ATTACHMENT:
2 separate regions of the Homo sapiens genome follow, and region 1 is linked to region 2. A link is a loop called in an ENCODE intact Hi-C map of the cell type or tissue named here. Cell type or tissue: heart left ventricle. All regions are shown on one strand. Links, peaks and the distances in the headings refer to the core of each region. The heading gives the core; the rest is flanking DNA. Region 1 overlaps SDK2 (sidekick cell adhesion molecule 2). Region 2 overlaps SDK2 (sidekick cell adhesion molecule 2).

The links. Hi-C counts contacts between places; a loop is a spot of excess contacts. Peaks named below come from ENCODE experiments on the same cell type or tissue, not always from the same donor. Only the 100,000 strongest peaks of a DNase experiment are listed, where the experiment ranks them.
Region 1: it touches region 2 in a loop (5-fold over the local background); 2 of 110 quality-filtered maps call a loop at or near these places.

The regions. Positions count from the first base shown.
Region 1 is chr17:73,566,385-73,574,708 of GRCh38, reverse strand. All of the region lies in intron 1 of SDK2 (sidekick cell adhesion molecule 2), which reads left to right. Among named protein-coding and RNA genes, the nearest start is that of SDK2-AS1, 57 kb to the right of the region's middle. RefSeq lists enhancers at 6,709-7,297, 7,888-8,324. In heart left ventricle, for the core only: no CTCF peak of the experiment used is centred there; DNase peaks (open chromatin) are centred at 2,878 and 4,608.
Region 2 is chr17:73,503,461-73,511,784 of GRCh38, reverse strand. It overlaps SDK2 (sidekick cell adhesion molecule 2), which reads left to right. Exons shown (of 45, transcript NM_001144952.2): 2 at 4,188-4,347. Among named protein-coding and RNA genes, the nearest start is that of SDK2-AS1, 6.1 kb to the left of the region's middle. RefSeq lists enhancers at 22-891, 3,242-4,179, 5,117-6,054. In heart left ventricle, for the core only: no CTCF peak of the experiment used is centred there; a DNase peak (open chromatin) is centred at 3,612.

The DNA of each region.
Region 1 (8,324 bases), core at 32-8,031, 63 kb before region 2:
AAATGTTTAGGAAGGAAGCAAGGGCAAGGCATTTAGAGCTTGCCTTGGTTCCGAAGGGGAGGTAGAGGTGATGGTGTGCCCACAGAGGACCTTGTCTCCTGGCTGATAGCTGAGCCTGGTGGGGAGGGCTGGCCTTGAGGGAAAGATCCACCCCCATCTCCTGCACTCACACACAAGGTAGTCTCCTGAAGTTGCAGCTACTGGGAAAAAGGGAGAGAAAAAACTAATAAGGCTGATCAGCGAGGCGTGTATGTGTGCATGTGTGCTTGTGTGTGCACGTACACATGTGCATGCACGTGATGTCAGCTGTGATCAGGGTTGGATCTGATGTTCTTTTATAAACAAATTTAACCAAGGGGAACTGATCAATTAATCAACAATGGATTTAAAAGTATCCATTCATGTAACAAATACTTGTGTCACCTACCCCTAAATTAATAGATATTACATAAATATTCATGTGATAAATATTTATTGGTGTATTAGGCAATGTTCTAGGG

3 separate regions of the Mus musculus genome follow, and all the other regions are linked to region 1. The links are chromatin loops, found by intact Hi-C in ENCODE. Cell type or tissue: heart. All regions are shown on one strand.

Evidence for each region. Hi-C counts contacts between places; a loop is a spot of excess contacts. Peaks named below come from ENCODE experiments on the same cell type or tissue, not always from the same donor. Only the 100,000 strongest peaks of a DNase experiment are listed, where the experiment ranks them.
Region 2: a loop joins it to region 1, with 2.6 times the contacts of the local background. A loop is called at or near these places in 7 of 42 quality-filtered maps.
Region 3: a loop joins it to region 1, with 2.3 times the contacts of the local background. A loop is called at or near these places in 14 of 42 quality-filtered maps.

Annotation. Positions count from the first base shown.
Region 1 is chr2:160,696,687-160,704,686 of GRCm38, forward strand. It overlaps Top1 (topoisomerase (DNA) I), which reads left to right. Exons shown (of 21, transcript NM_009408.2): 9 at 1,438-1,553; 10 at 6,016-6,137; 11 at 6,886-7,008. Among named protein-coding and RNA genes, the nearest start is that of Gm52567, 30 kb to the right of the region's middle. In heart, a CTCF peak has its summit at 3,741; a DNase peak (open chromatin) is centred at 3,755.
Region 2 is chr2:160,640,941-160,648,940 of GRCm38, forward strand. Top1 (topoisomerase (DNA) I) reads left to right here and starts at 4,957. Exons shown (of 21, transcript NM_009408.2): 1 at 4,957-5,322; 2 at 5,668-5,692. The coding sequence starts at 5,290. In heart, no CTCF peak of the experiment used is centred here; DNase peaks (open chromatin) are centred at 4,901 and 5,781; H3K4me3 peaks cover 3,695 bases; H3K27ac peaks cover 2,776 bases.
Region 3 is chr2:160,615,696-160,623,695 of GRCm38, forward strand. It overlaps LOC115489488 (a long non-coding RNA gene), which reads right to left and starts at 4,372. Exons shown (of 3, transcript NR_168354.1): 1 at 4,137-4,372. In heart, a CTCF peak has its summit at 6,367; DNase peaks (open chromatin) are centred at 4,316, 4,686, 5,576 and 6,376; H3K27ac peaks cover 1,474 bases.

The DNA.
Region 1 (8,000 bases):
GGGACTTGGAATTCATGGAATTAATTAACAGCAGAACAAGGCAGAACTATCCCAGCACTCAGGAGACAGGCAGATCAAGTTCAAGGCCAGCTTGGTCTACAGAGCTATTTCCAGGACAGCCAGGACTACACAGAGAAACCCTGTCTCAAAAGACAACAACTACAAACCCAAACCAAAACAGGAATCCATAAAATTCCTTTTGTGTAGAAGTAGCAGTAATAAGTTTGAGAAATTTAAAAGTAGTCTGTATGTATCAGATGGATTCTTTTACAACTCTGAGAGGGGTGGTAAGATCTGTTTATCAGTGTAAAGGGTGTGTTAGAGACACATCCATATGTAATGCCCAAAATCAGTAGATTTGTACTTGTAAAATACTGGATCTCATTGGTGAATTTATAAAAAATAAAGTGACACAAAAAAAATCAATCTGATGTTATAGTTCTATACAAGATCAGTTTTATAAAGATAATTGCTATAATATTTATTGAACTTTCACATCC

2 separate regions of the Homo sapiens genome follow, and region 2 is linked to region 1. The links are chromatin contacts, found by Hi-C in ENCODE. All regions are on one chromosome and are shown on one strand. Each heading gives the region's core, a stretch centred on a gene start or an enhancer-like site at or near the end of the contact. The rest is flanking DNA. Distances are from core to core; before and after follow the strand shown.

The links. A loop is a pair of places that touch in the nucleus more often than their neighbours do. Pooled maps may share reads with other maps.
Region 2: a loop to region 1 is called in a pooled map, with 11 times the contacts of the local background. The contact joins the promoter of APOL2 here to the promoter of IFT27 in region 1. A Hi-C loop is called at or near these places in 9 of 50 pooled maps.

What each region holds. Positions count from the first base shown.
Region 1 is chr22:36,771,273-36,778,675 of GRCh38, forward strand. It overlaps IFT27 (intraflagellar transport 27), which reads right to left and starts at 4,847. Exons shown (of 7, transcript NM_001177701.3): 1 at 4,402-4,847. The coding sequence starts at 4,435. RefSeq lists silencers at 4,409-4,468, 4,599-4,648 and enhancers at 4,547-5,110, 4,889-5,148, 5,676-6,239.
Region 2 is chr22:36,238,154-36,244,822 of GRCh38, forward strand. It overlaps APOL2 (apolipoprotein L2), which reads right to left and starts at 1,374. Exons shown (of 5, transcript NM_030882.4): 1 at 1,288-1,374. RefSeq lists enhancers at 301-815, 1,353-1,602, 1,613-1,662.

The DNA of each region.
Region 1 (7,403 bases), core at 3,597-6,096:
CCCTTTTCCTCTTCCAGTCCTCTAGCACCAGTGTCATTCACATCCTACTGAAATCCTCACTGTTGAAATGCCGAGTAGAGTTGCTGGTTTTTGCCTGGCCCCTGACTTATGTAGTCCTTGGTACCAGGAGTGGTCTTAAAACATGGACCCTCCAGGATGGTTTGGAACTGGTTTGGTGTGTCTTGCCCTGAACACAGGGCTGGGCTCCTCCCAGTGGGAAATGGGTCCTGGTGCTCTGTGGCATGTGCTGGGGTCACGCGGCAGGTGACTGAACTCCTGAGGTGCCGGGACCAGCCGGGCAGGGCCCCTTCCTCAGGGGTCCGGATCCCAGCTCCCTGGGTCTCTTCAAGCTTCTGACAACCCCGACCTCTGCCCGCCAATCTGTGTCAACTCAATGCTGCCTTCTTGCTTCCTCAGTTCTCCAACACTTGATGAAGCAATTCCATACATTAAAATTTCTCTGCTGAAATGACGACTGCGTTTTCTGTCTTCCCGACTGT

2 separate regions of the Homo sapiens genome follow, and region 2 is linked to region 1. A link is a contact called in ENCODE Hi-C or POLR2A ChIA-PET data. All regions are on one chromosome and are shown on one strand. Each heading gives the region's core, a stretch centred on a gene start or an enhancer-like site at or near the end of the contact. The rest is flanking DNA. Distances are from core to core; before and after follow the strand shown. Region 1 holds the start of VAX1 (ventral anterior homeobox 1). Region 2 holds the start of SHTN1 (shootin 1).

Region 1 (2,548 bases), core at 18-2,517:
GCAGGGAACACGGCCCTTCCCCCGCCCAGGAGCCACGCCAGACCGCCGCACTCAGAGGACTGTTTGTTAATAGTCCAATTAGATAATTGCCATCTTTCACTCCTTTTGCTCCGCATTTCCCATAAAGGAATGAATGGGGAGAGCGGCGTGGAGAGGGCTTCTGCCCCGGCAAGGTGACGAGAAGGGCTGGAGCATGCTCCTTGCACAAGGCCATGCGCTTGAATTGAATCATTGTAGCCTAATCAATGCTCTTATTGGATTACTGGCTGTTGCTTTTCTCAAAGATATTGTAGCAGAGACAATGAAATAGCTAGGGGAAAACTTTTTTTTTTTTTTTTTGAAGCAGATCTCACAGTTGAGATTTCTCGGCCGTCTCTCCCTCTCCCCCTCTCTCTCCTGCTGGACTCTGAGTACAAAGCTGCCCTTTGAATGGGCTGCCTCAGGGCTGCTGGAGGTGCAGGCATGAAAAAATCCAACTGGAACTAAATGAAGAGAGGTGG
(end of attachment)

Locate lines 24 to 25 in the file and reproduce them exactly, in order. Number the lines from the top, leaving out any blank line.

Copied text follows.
What each region holds. Positions count from the first base shown.
Region 1 is chr22:36,771,273-36,778,675 of GRCh38, forward strand. It overlaps IFT27 (intraflagellar transport 27), which reads right to left and starts at 4,847. Exons shown (of 7, transcript NM_001177701.3): 1 at 4,402-4,847. The coding sequence starts at 4,435. RefSeq lists silencers at 4,409-4,468, 4,599-4,648 and enhancers at 4,547-5,110, 4,889-5,148, 5,676-6,239.